The Tiber EU Framework: What is it and why is it important?

Updated: 1 day ago

At CovertSwarm, we’re a proud part of the cyber security sector and nothing slips under our radar. In fact, from the latest technology to best-practice testing methods, our Swarm rallies to keep our knowledge base growing, our clients better protected and our teams out-pacing cyber criminals. Today, we’re sharing some key intel on TIBER-EU, a framework for intelligence-led penetration testing and ethical hacking that’s gaining traction across Europe. Here’s what it is, how it works, and why it’s important for the cyber security of your business, data and customers.


What is TIBER-EU?


It’s the European framework for threat intelligence-based ethical red teaming. In other words? It’s a way to simulate cyber attacks across your estate and ensure your security is as effective as possible. But, here’s the main point of difference: as a framework across countries, borders and jurisdictions in Europe, it aims to be something of an industry standard for critical sectors like finance and infrastructure. It’s TIBER-EU’s goal to unite these authorities and entities and work together on improving their cyber hygiene and real-world resilience. You can read more about the TIBER-EU framework here.

Why was the TIBER-EU framework developed?


As each country’s authority works to develop national, intelligence-led red teaming frameworks, it made sense to combine efforts and offer greater protection and consistency, while minimising the risk of exposing potentially sensitive information. The framework also means there’s less burden on authorities’ resources, as they can share (and rely on) each other’s intel and analysis. True to form, TIBER-EU was jointly developed by the ECB and EU national central banks through insights and learnings from initiatives in both the UK (CBEST) and the Netherlands (TIBER-NL). Since being approved in May 2018 by the Governing Council of the ECB, it’s widely used across more than 13 European countries (including the UK), with more to follow.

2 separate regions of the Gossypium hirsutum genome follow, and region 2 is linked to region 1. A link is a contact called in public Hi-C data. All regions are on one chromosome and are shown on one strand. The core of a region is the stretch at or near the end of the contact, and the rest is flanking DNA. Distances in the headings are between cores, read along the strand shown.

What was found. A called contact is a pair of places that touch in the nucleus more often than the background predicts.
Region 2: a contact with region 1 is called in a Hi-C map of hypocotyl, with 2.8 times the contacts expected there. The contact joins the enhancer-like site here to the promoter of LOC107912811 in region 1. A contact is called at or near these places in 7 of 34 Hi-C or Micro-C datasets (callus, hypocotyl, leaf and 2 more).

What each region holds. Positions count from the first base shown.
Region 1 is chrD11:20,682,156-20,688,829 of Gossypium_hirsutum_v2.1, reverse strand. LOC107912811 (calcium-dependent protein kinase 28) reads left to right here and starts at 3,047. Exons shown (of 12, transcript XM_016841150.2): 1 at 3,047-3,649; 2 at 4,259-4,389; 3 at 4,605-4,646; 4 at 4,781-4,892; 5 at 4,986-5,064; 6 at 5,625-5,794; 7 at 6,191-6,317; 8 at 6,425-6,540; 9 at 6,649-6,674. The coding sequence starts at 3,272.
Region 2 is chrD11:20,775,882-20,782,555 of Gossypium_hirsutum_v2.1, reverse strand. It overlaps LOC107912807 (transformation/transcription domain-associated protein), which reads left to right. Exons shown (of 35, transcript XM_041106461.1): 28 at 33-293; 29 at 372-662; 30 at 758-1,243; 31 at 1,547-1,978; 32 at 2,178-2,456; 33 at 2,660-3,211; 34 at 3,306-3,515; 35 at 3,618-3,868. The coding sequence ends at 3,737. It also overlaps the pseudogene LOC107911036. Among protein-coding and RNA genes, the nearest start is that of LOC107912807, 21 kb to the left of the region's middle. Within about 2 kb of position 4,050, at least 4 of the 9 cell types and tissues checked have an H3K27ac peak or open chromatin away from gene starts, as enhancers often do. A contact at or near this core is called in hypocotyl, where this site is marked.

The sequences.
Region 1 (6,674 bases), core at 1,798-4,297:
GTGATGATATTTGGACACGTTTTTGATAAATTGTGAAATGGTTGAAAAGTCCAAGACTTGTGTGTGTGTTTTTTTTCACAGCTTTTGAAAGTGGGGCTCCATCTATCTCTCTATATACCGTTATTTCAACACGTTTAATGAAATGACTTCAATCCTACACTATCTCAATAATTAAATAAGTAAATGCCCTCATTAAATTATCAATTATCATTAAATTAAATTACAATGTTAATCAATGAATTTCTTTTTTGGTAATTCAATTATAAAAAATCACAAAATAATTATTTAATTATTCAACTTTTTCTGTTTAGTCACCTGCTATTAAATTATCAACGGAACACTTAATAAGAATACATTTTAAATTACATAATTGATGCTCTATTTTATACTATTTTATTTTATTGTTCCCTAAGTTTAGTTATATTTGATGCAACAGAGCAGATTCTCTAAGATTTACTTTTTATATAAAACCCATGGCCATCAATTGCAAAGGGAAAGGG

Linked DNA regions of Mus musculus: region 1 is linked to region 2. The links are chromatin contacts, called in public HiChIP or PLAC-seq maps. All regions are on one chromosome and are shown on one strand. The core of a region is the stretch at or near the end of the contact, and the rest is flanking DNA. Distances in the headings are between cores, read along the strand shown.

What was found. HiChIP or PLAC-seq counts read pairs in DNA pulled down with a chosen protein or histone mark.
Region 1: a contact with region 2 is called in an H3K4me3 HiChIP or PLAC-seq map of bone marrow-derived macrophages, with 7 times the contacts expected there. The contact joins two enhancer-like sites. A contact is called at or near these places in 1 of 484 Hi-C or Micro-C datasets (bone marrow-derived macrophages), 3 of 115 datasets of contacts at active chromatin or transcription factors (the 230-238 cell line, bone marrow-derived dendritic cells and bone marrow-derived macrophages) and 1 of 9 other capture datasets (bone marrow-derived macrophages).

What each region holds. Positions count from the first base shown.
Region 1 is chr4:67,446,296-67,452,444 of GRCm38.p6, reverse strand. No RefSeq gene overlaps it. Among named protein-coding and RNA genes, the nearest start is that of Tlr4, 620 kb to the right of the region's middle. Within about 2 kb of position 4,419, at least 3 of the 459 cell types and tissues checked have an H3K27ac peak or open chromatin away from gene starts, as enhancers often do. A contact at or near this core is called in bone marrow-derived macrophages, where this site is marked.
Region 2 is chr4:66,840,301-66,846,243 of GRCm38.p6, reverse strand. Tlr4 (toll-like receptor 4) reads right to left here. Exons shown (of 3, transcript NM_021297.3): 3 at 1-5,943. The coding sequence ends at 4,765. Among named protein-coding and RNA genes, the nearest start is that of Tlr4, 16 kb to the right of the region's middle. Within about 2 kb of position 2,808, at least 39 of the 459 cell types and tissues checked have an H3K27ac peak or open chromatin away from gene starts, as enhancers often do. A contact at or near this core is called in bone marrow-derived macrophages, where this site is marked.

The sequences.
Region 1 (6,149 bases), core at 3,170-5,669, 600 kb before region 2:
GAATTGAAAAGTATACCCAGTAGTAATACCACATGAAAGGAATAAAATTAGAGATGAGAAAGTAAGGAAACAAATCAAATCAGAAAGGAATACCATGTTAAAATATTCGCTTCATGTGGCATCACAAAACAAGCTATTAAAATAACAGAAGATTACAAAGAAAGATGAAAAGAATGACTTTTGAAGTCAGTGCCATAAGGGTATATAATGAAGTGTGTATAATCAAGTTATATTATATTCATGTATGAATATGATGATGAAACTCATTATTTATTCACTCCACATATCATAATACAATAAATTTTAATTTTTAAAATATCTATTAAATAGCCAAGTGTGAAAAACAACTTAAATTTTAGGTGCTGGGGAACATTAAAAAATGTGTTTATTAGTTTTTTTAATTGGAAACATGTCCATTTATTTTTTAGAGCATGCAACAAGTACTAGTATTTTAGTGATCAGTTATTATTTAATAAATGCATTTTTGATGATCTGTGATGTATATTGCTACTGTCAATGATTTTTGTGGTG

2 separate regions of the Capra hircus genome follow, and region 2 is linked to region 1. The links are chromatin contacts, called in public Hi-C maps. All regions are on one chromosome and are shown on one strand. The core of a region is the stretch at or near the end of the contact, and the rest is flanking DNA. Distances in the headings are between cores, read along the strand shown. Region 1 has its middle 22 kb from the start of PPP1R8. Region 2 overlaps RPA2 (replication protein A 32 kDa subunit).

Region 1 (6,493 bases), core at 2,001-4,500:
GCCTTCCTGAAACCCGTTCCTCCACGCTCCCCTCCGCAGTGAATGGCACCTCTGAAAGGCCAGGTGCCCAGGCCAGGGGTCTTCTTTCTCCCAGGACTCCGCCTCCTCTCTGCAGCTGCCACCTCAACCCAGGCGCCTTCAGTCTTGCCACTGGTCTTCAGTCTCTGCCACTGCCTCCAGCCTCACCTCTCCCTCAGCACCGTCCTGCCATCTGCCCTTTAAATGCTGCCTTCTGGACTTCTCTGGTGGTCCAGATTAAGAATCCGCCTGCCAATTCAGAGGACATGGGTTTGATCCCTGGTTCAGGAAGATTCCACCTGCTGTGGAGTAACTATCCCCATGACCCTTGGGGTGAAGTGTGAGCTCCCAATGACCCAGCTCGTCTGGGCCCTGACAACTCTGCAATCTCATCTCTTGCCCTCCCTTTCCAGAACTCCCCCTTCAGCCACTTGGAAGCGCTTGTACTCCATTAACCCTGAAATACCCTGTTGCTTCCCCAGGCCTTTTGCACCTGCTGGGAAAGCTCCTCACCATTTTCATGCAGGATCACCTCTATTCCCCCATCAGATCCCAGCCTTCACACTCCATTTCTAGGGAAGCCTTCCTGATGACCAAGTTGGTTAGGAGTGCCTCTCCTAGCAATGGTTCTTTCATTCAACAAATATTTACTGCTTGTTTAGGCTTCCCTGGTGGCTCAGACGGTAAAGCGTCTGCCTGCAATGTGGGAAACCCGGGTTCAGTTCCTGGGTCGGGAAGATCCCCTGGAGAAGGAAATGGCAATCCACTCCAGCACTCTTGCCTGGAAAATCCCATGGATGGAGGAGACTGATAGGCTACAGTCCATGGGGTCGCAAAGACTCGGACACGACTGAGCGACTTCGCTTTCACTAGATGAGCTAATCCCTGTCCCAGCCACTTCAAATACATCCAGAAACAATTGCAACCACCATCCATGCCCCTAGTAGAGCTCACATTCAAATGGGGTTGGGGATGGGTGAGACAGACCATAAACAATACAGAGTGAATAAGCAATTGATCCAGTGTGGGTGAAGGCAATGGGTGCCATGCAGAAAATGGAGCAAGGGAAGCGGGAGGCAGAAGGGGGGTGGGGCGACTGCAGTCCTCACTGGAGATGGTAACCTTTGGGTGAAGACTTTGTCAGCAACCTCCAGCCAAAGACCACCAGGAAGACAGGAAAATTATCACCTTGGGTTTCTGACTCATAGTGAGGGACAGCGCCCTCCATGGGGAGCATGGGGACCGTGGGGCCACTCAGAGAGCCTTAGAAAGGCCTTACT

How does TIBER-EU testing work?


As it sounds, it provides a framework for a controlled cyber attack, mimicking the tactics, techniques and procedures (TTPs) of real-life threat actors. It essentially outlines modes of attack to leverage in your penetration testing – though we’d caution that for a business to keep up with the bad actors of today, you’ll need to be just as ruthless and relentless.


The TIBER-EU framework is an attack guide which can target an organisation’s critical functions (CFs) and underlying systems (i.e. its people, processes and technologies). It helps blue and red teams detect threats, assess damage and adapt that entity’s protection for the future. It’s a modern way to highlight strengths and weaknesses in your defences and leaves you with a detailed, actionable report that helps safeguard your systems.


What happens during a test?

There are three phases in a test:


1. Preparation. This involves setting out the scope needed for the test and establishing the teams who will carry it out.

2. Testing. Possible attack scenarios are posited, which are used by the intelligence-led red team to test the systems, people and processes that underpin the organisation’s CF.

3. Closure. The last phase reports on the test’s findings and observations, as well as areas for improvement (including technical elements and educational aspects) to develop a remediation plan.